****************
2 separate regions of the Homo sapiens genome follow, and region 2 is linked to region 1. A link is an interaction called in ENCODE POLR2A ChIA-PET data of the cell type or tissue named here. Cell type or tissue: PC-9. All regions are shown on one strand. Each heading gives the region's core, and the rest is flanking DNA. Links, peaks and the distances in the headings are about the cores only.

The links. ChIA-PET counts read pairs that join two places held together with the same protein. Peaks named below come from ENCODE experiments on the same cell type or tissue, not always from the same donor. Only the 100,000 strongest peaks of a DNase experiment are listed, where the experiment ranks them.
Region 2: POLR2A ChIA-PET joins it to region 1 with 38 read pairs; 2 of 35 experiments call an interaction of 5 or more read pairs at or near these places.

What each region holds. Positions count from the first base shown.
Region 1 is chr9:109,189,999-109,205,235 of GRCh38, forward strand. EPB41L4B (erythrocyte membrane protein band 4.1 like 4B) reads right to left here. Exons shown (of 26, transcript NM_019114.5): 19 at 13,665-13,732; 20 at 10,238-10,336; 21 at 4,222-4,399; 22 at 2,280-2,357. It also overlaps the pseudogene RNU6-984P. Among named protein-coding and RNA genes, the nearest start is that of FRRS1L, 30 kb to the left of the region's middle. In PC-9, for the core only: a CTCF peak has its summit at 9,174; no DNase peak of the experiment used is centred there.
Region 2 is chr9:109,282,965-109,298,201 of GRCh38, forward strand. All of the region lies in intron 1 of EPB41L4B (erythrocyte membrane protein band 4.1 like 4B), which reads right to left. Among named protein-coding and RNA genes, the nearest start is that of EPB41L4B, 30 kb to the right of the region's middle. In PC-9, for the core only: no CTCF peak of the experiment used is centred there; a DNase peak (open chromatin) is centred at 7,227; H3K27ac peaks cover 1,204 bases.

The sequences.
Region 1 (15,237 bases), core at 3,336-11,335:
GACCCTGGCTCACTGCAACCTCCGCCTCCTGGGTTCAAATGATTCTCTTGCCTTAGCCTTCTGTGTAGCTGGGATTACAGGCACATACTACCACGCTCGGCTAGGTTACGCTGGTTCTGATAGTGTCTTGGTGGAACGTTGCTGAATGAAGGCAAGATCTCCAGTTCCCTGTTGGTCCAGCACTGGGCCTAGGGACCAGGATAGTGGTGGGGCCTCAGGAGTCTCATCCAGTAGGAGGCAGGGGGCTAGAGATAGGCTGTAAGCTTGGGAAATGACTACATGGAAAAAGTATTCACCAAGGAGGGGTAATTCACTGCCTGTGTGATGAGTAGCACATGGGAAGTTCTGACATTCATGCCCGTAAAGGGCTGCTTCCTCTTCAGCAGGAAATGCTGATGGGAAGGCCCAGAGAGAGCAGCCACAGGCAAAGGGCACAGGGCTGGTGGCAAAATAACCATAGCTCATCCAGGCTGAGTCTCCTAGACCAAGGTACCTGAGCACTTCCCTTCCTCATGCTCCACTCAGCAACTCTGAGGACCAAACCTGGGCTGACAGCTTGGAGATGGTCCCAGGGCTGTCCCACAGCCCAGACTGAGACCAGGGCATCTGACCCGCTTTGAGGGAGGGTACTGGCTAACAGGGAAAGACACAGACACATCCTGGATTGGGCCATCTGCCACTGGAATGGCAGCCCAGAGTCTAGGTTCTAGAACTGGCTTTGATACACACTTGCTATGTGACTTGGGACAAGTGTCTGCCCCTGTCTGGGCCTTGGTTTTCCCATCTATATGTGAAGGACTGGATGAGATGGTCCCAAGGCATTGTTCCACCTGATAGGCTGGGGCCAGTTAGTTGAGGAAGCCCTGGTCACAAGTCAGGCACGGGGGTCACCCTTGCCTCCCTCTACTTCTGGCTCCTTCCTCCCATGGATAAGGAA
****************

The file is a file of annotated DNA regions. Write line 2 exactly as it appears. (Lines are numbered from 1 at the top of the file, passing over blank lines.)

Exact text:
The links. ChIA-PET counts read pairs that join two places held together with the same protein. Peaks named below come from ENCODE experiments on the same cell type or tissue, not always from the same donor. Only the 100,000 strongest peaks of a DNase experiment are listed, where the experiment ranks them.